# Machine Learning Model Notes

Here are some notes on machine learning models.

## Concepts Behind Decision Trees

- Bagging (boostrap aggregation): Randomly sample with replacement, and average the results.
- Majority vote: The most commonly-occuring prediction.
- Internal node: Where the splits occur.
- Branches: Segments that connect the nodes.
- Terminal node (leafs, regions): Where the observations end up. The average of the responses (or majority vote) is the prediction for future observations.
- Gini index: where \(m\) is the leaf and \(k\) is the class (0 or 1 for binary classification, but can be extedned for multiple classes). \(\hat{p}_{mk}\) is the proportion of observations in leaf \(m\), class \(k\) that belong. Gini index will reduce if \(\hat{p}_{mk}\) is close to 0 or 1. (Variance will be low). Worst-case variance = .25 (.5*.5). Best-case variance is 0 (all observations are of one class).

\[ G = \sum_{k \in K} \hat{p}_{mk} (1-\hat{p}_{mk}) \]

- Node purity: A node is pure if most of the observations come from one class. Gini index is a measure of purity.

```
library(ggplot2)
df = data.frame(p = seq(0, 1, length=100))
ggplot(df) +
geom_point(aes(x = p, y = p*(1-p), color='blue')) +
geom_point(aes(x = p, y = -p*log(p)))
```

`## Warning: Removed 1 rows containing missing values (geom_point).`

## Linear regression

Variance-bias: Low variance.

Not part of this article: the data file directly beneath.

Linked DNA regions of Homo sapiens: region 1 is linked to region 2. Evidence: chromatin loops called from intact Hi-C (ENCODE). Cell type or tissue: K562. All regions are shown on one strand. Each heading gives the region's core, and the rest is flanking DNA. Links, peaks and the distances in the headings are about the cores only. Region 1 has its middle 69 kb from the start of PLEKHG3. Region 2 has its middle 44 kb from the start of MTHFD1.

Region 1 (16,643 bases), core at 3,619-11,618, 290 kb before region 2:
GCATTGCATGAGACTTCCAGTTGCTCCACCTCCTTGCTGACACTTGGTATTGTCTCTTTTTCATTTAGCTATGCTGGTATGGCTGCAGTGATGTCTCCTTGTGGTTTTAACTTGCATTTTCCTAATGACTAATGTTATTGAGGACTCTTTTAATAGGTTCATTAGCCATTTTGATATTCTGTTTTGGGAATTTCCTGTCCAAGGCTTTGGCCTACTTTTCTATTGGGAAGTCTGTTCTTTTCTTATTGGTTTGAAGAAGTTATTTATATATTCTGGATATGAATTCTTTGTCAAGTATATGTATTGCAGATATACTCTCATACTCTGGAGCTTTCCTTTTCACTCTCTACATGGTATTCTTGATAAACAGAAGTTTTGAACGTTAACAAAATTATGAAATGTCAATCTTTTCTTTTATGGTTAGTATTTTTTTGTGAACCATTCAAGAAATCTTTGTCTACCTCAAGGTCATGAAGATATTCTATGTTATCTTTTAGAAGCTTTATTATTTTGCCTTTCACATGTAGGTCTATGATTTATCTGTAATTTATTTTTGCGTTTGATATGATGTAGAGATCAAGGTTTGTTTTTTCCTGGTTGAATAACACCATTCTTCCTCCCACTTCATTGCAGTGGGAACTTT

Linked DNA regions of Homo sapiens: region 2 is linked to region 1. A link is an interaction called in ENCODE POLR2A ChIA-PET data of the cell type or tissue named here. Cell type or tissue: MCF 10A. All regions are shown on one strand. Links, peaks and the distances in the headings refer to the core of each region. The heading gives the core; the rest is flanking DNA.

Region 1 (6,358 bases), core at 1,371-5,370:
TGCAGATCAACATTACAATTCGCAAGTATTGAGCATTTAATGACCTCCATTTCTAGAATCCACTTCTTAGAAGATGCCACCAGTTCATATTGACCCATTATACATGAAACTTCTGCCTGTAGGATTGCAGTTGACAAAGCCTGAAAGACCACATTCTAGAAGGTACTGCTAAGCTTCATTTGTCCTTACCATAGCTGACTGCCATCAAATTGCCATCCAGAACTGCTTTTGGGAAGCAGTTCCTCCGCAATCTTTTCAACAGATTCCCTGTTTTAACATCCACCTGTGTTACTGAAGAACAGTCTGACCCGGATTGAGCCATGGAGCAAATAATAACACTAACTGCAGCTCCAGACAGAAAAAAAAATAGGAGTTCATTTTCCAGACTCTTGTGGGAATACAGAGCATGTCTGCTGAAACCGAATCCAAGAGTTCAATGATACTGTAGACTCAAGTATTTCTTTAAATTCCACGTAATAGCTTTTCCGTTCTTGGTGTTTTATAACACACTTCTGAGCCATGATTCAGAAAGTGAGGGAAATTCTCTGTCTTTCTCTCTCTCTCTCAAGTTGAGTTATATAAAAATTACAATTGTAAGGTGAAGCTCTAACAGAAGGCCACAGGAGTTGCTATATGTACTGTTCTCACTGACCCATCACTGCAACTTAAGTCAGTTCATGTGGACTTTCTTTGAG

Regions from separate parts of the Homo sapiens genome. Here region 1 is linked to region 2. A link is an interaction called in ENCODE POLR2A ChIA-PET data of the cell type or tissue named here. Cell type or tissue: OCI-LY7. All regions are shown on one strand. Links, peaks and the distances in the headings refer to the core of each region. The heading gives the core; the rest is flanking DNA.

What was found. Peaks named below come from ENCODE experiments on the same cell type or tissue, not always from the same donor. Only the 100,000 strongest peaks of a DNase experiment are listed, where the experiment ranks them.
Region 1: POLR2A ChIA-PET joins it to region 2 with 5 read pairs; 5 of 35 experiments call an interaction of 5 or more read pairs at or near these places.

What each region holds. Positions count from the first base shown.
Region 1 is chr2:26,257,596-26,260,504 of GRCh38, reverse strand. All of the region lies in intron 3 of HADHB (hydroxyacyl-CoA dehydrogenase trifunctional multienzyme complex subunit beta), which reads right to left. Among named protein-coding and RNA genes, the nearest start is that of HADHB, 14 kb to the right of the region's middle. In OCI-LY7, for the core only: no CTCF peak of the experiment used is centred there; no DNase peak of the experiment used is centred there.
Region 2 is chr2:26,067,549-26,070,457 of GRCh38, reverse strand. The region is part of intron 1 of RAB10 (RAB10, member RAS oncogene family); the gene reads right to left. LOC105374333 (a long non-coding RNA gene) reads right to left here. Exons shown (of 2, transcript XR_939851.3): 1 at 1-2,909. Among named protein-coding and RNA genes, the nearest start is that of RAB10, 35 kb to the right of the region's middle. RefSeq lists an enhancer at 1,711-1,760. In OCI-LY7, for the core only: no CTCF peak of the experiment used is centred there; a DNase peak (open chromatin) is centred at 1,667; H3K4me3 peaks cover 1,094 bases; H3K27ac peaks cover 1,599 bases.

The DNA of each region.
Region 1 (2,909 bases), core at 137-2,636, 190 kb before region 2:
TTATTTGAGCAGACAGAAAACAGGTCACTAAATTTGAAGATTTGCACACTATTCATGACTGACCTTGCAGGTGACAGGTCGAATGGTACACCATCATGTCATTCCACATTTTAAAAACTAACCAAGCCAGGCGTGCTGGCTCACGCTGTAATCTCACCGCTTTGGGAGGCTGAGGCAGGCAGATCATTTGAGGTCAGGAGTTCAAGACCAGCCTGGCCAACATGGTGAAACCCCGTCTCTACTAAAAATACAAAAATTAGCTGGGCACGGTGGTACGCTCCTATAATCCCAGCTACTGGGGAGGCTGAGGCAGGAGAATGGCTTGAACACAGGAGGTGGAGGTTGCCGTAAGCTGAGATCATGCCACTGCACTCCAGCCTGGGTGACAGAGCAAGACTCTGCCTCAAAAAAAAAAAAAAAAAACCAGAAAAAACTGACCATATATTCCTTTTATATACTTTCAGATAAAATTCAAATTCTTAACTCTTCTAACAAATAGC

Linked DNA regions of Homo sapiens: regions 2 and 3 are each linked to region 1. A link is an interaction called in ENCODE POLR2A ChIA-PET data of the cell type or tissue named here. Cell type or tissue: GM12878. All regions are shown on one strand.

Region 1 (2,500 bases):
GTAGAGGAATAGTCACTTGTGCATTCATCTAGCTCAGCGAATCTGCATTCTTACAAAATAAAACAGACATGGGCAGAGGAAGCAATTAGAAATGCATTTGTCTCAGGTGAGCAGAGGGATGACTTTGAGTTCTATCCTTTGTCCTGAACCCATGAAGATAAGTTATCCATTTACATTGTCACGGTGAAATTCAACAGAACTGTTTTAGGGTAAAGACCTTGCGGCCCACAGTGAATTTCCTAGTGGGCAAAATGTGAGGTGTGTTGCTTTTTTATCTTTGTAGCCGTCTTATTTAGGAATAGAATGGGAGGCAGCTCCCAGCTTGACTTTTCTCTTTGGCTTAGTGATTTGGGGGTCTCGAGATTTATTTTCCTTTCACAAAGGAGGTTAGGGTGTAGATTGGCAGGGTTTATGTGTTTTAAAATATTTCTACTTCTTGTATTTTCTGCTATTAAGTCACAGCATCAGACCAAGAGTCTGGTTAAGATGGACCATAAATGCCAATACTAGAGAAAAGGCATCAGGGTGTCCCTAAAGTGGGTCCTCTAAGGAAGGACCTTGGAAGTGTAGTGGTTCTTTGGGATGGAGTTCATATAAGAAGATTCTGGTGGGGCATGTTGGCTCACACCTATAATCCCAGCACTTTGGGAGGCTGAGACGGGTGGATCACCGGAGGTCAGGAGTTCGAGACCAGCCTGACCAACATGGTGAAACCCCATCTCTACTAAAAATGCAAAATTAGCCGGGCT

## Random forest

Why? * Decision trees suffer from high variance

How: * Randomly samples columns too (to de-correlate the trees). * Uses Bagging. Takes \(b\) bootstrapped samples, fits a tree on each one, and averages the results. * For classification, the *majority vote* is use.

Concepts:

- OOB (out-of-bag) observations are those
*not*selected during boostrapping. (For each tree). Use these observations (about 1/3) to explore. Keep track of each observation and whether it was bagged in a given tree. You estimate the prediction error across all the trees in which an observation was out-of-bag.

Questions I have:

- For classification, each leaf has \(n\) observations, and the mean of those observations is the prediction. Since each tree is constructed differently, the algorithm likely has to yield a score fore each tree. So the average for each leaf depends on \(n\). My guess is that
*majority vote*is taking the 0-1 prediction from each tree (which would be a majority vote within a leaf), and then take the majority vote across the \(b\) trees.